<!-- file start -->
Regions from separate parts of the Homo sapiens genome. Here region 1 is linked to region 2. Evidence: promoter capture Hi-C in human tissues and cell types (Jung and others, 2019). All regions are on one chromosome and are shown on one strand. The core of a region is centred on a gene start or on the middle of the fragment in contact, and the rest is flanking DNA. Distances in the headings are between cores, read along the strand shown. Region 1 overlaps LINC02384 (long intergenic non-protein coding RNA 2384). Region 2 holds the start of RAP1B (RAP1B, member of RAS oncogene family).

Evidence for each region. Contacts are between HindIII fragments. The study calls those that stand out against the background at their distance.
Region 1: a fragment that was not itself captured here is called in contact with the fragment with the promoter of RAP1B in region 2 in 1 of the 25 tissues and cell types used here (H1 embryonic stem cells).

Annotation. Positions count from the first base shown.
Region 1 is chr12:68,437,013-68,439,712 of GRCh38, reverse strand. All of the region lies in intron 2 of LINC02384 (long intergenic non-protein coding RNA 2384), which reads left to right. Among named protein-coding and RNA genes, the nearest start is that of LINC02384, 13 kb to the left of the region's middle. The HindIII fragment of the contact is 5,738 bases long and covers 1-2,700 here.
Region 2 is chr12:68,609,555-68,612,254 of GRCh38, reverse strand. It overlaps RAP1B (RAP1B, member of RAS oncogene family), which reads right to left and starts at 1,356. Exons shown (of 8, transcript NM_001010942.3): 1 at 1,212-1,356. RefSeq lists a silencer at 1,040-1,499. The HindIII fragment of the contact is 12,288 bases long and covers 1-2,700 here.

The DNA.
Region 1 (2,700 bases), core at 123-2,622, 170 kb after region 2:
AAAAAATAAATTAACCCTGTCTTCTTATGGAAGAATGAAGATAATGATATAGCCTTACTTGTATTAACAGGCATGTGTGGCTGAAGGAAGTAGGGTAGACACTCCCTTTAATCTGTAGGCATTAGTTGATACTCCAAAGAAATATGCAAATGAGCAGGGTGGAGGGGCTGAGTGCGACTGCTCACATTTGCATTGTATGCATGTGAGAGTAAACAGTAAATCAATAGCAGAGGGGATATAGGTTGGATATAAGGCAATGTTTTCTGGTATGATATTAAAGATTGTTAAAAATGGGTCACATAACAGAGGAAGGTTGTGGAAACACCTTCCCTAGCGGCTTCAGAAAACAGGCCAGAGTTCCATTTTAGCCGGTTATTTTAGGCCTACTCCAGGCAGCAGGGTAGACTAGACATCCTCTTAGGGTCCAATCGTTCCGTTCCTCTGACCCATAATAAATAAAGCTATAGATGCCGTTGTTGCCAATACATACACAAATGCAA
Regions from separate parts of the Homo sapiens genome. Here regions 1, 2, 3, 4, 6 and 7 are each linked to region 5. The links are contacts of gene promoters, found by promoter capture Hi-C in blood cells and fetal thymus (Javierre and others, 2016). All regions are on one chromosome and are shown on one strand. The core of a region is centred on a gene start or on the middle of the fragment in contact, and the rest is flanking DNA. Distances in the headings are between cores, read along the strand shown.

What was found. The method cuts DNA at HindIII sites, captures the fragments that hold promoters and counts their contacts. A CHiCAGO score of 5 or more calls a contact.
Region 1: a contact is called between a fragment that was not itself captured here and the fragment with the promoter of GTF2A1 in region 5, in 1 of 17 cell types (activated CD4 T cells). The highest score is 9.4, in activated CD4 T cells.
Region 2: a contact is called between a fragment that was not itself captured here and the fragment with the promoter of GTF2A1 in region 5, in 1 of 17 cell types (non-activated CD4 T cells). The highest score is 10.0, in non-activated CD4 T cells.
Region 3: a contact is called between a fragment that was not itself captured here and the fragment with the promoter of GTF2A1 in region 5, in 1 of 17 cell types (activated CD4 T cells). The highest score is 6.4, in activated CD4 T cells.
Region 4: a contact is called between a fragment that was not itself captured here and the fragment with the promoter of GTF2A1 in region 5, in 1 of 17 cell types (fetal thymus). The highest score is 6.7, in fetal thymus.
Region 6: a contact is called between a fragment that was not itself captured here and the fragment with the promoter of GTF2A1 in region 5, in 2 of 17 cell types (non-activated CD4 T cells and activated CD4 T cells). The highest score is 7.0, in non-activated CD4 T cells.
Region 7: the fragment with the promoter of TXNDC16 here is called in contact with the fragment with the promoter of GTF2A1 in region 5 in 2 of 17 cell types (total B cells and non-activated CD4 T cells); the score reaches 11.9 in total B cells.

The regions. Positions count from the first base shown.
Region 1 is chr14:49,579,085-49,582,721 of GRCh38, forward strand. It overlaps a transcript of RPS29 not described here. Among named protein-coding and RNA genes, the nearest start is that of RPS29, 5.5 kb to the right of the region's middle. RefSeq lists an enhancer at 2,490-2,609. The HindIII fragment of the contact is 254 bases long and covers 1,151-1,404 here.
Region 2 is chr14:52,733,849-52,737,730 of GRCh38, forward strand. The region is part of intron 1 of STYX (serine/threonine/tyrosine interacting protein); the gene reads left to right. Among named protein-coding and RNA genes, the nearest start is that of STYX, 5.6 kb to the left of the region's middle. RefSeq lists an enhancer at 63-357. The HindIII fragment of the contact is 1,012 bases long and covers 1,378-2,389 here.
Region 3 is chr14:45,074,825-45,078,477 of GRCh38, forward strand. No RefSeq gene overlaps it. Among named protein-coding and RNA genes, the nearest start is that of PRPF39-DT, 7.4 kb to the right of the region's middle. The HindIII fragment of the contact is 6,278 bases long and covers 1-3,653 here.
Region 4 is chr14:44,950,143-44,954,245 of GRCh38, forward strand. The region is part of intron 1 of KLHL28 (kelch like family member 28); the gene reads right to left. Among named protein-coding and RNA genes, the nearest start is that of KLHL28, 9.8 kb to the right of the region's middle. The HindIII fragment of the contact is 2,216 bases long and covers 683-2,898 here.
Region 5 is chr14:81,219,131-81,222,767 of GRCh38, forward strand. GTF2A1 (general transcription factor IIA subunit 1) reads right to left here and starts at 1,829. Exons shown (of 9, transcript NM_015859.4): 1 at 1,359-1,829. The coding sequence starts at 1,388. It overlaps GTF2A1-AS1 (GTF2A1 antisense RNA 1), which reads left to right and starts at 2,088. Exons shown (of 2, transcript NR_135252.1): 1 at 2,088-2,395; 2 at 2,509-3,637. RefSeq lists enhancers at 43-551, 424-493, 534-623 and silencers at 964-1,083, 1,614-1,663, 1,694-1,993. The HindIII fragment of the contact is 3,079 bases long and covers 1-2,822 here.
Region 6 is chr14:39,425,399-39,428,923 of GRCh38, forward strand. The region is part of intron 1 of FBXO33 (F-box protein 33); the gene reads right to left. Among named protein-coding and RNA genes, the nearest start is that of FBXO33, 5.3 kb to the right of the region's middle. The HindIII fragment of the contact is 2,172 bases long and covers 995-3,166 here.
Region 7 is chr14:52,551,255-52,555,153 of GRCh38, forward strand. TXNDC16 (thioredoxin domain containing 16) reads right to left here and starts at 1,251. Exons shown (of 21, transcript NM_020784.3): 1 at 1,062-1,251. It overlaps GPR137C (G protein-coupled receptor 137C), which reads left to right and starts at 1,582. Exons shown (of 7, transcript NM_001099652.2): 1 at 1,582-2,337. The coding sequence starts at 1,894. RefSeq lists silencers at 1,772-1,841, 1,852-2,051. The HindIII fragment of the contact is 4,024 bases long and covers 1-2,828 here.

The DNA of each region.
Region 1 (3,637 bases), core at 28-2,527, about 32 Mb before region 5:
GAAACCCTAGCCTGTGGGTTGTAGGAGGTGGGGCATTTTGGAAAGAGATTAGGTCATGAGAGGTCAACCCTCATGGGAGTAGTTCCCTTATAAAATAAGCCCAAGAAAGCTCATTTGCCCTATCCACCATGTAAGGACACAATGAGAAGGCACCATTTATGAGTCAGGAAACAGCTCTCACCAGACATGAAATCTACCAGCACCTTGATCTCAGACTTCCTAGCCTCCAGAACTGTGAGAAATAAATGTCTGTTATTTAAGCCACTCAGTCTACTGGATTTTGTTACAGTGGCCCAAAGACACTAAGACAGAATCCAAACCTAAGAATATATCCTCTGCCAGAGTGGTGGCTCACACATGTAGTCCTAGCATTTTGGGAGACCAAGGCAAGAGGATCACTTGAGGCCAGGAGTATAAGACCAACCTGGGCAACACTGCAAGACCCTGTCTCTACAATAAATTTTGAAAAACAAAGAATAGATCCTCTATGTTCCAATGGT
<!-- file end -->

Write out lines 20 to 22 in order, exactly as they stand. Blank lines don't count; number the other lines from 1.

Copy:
Region 2 is chr14:52,733,849-52,737,730 of GRCh38, forward strand. The region is part of intron 1 of STYX (serine/threonine/tyrosine interacting protein); the gene reads left to right. Among named protein-coding and RNA genes, the nearest start is that of STYX, 5.6 kb to the left of the region's middle. RefSeq lists an enhancer at 63-357. The HindIII fragment of the contact is 1,012 bases long and covers 1,378-2,389 here.
Region 3 is chr14:45,074,825-45,078,477 of GRCh38, forward strand. No RefSeq gene overlaps it. Among named protein-coding and RNA genes, the nearest start is that of PRPF39-DT, 7.4 kb to the right of the region's middle. The HindIII fragment of the contact is 6,278 bases long and covers 1-3,653 here.
Region 4 is chr14:44,950,143-44,954,245 of GRCh38, forward strand. The region is part of intron 1 of KLHL28 (kelch like family member 28); the gene reads right to left. Among named protein-coding and RNA genes, the nearest start is that of KLHL28, 9.8 kb to the right of the region's middle. The HindIII fragment of the contact is 2,216 bases long and covers 683-2,898 here.